The Independent Film Festival of Boston kicks off on Wednesday. If you’re in the New England area, this is the best film festival around, having supplanted the fall Boston Film Festival as the one to be at after less than a decade of existence. It offers a great opportunity to see a lot of great independent films, a few of which are premieres, and several of which played earlier at Sundance or at South by Southwest. IFFBoston, however, offers a more low-key opportunity to see those same movies without having to deal with the massive crowds or the lengthy lines. Even two days before the festival begins, you can still purchase tickets and walk up, half an hour before showtime, and get a seat. Most of the films play in Davis Square (in Somerville), which is the second best neighborhood in metro Boston, save for Brookline (where some of the other films will be showing, in the amazing Coolidge Corner Theater).
If you’re in the area, do check it out. TK and I will be there most of the weekend. You can find out more about it, check out the full schedule, and purchase tickets online at the IFFBoston website. If you do decide to go, here are the ten must-see films of the IFFBoston, some of which have already played at previous festivals (and for which we have reviews).
The Extra Man (Opening Night Film)
In this quirky comedy directed by Shari Springer Berman and Robert Pulcini (AMERICAN SPLENDOR) and based on the novel by Jonathan Ames (creator of the HBO series “Bored to Death”), Louis Ives (Paul Dano) leaves his job teaching high school English after an embarrassing situation prompts his departure. He aspires to start anew by becoming a writer in New York City.
Scouring the classifieds, Louis secures a room on the Upper East Side in the dilapidated apartment of an eccentric, long-struggling playwright, Henry Harrison (Kevin Kline, 2010 recipient of IFFBoston’s Career Achievement Award). Soon, Louis learns that Henry earns his keep by being an “extra man” — an escort to wealthy dowagers. Intrigued, he begins learning from Henry how to be one, too.
Louis and Henry develop a deep connection as they weave their way through a number of indelible, amusingly oddball, and distinctly urban encounters with characters played by an ensemble cast that includes John C. Reilly, Katie Holmes, and Patti D’Arbanville. Dano’s quiet, genuinely sweet-tempered performance is a perfect pairing with the élan with which Kline embodies Henry Harrison.
The Freebie (Read our review)
Annie and Darren have a close, loving, companionate marriage. They are each other’s best friends, they have no secrets, and they laugh together all the time. There’s only one problem: They can’t even remember the last time they had sex. Hoping to recapture their earlier spark and to quell their curiosity about the flings they never had, they agree to have one “unmarried” night to do anything they want, with no consequences. The plan is either so crazy it could work, or the biggest mistake of their lives.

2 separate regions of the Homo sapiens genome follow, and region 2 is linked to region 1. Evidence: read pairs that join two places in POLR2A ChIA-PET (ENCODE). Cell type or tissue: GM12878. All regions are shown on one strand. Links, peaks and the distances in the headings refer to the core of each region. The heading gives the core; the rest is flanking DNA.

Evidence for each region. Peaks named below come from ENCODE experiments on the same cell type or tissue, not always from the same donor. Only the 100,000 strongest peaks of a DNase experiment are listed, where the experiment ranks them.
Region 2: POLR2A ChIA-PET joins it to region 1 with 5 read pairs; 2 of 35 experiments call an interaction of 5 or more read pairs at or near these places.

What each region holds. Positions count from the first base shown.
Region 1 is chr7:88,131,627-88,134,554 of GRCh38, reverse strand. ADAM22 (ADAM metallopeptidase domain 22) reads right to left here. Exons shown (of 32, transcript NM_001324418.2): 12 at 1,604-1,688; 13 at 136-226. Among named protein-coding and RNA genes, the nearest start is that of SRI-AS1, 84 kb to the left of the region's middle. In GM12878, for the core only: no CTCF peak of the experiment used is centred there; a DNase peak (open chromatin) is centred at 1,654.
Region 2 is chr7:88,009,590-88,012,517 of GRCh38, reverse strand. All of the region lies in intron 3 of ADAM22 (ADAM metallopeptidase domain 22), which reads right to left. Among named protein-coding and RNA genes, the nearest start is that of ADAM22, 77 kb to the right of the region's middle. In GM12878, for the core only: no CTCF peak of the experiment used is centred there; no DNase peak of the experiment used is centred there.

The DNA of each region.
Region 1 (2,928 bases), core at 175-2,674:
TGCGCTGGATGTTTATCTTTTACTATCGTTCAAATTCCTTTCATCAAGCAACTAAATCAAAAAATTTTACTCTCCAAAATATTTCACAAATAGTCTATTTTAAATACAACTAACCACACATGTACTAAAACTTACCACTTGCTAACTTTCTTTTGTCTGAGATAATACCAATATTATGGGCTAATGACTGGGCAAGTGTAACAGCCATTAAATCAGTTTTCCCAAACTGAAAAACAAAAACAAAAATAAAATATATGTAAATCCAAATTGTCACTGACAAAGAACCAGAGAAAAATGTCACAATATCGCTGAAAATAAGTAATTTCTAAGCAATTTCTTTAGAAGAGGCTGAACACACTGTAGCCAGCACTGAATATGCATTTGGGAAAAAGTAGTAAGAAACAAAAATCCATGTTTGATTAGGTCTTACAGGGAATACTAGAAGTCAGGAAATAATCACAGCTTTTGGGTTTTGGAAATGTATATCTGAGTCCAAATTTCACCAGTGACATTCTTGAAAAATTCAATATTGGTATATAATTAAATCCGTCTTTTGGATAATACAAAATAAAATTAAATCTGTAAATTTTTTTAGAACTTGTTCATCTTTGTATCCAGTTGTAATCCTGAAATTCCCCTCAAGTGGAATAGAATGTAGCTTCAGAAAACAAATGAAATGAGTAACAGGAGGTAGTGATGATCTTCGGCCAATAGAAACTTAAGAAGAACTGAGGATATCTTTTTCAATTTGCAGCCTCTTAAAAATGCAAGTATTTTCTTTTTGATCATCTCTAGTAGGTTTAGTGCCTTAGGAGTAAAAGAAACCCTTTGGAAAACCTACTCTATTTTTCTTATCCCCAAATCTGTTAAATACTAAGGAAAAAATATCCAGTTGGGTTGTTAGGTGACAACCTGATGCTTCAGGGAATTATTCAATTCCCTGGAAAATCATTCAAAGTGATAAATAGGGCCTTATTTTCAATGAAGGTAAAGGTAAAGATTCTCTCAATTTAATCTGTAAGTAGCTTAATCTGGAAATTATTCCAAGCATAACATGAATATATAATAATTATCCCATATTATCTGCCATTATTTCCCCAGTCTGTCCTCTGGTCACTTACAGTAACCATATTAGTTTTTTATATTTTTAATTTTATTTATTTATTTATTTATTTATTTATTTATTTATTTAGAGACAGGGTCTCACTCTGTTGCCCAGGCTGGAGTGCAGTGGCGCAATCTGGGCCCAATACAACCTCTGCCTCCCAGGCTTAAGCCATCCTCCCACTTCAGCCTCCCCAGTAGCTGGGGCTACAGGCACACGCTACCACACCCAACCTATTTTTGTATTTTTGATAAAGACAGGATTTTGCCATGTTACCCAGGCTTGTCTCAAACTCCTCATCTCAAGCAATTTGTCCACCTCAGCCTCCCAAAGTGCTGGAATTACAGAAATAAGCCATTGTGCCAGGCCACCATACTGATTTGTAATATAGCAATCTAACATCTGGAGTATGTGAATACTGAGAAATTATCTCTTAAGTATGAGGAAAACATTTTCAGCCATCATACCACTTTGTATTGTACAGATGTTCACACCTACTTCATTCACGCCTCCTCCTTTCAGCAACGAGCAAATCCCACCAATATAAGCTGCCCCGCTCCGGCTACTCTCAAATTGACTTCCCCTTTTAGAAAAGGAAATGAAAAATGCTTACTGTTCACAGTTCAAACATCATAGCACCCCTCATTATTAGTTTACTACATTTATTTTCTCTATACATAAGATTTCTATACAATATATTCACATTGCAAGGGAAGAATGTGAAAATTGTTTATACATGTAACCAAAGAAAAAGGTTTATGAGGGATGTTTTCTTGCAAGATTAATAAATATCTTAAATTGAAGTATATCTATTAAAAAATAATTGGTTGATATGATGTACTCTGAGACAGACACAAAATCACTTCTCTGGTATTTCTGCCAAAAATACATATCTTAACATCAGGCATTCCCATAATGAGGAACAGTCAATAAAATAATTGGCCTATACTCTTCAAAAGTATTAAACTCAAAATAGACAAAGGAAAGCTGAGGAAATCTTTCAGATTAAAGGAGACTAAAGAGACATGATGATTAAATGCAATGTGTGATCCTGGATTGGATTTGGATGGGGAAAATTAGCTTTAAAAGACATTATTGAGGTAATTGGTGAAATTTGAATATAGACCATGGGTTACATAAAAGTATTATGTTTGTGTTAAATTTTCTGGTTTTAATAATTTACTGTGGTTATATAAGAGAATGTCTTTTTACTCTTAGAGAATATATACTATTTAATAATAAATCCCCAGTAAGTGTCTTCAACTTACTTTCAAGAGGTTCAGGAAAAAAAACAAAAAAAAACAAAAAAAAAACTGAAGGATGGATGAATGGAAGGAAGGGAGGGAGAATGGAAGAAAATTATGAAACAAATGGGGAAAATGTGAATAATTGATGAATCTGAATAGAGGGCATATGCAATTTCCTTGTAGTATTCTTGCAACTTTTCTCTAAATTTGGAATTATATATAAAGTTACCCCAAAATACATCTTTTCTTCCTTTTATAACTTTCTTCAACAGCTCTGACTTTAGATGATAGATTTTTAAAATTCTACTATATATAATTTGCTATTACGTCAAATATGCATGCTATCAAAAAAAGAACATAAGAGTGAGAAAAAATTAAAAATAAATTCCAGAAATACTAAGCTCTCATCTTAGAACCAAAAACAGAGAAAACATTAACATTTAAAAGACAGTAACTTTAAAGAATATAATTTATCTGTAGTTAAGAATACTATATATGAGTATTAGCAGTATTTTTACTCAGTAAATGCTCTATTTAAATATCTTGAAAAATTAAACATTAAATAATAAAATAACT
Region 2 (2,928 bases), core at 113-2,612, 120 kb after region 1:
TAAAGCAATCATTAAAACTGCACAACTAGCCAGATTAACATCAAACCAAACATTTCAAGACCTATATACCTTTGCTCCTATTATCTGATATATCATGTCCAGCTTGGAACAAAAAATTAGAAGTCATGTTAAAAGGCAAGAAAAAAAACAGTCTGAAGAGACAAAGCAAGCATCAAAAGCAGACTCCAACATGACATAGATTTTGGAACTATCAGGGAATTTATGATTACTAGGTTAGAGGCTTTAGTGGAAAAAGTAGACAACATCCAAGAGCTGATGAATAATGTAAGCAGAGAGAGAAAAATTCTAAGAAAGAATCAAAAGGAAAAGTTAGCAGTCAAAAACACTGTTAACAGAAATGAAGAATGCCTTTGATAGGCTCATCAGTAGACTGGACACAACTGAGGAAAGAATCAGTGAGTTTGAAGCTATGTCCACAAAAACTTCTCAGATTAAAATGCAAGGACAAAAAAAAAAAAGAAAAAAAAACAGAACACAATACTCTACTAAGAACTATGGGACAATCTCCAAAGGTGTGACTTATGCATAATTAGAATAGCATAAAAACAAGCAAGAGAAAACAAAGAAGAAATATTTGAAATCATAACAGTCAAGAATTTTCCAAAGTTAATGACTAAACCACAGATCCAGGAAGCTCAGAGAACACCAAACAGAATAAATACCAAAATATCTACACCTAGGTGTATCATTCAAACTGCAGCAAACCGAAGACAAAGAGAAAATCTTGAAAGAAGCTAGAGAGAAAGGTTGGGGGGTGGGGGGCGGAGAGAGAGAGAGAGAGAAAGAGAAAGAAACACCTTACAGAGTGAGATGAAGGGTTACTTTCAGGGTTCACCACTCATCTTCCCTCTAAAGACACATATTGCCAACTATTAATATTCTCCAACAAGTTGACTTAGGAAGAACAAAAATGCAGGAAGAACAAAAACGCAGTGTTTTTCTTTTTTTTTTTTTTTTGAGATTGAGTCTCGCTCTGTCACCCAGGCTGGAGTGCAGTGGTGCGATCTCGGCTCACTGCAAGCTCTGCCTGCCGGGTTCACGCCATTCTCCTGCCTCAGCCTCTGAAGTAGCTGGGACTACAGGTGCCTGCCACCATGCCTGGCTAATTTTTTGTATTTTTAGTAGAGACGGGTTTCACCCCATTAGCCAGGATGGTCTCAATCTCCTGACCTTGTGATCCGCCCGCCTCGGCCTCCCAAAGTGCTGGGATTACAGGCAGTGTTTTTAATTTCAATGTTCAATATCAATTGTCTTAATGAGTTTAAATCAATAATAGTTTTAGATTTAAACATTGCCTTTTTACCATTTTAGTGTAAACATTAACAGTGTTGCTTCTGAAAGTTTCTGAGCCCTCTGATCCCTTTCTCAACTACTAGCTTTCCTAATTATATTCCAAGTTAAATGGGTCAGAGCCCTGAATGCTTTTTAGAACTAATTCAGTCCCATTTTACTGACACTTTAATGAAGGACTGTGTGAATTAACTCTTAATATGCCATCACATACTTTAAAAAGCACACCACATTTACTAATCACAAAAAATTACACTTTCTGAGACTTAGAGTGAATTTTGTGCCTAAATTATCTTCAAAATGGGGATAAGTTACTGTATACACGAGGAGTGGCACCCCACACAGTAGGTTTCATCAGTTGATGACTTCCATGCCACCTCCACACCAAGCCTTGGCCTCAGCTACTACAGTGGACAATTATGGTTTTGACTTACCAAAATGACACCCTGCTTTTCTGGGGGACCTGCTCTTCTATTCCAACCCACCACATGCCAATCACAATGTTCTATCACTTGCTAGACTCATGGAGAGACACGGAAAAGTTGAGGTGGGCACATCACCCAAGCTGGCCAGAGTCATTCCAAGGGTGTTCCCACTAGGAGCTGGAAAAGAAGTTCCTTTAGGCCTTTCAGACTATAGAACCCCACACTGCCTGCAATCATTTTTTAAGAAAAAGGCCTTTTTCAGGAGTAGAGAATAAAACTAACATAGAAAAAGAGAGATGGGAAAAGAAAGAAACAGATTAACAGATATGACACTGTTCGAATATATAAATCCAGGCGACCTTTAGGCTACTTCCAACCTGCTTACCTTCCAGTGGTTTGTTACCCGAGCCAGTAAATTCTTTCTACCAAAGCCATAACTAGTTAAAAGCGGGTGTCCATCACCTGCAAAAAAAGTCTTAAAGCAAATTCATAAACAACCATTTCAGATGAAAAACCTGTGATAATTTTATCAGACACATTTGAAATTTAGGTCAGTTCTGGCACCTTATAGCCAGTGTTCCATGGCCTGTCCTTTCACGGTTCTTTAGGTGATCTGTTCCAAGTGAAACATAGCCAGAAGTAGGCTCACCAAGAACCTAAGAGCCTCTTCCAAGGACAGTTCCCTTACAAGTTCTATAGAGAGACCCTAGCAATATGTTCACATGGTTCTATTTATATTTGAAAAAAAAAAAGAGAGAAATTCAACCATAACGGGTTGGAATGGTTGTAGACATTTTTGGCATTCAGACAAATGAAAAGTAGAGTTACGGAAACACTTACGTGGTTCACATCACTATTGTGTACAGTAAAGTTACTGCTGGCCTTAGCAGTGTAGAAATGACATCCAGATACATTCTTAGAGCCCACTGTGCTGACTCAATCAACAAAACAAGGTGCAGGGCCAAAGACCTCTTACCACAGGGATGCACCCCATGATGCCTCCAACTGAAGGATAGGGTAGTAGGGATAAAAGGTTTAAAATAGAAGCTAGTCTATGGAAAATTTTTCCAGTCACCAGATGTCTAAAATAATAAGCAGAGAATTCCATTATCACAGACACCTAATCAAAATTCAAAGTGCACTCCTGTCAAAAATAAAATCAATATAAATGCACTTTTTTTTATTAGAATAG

Actress Katie Aselton (THE PUFFY CHAIR, IFFBoston 2006) makes a self-assured directorial debut with this understated relationship drama about modern morality. As Annie and Darren, Aselton and Dax Shepherd (“Parenthood”) are believable and charismatic, while Aselton’s dialogue never rings false, even as the characters delve into uncharted territory. The film’s structure, which is subtly nonlinear, revisits the scene of the couple’s pact, mimicking the way we tend to return, in our minds, to the moment of an important decision. Why do we make the choices we do? How far can trust between two people reach? What happens when we introduce secrecy where all was openness before? THE FREEBIE explores these questions with elegance and a delicate understanding of real relationships.
Cyrus (Read our Review)
Languishing in loneliness, John (John C. Reilly, also seen in our opening night film, THE EXTRA MAN) is urged by his ex-wife and closest friend, Jamie (Catherine Keener, THE 40-YEAR-OLD VIRGIN), to meet someone new. Seven years after the dissolution of their marriage, Jamie is now on the brink of remarrying; she recommends that John begin his search by attending a party with her and her new fiancé. John grudgingly agrees. After various drunken and stalled interactions, he encounters Molly (Marisa Tomei, THE WRESTLER), who disarms him with both her physical beauty and spirited nature. Despite the mutual affection that instantly develops between them, Molly is reticent about seeing John for more than a brief time or even to invite him to her home. Growing suspicious, he follows her to her abode and discovers, to his astonishment, that she has a 21 year-old son named Cyrus (Jonah Hill, SUPERBAD).
Coddled and lacking another male presence for the majority of his existence, Cyrus shares an unconventionally close bond with his mother. Suddenly threatened by John’s intrusion on his once idyllic and exclusive relationship with Molly, he begins a passive-aggressive assault on John. As Cyrus schemes to squelch the burgeoning relationship, John unwittingly finds himself engaged in ever more graceless skirmishes with him, fighting to maintain the affection of the woman it took him so long to find.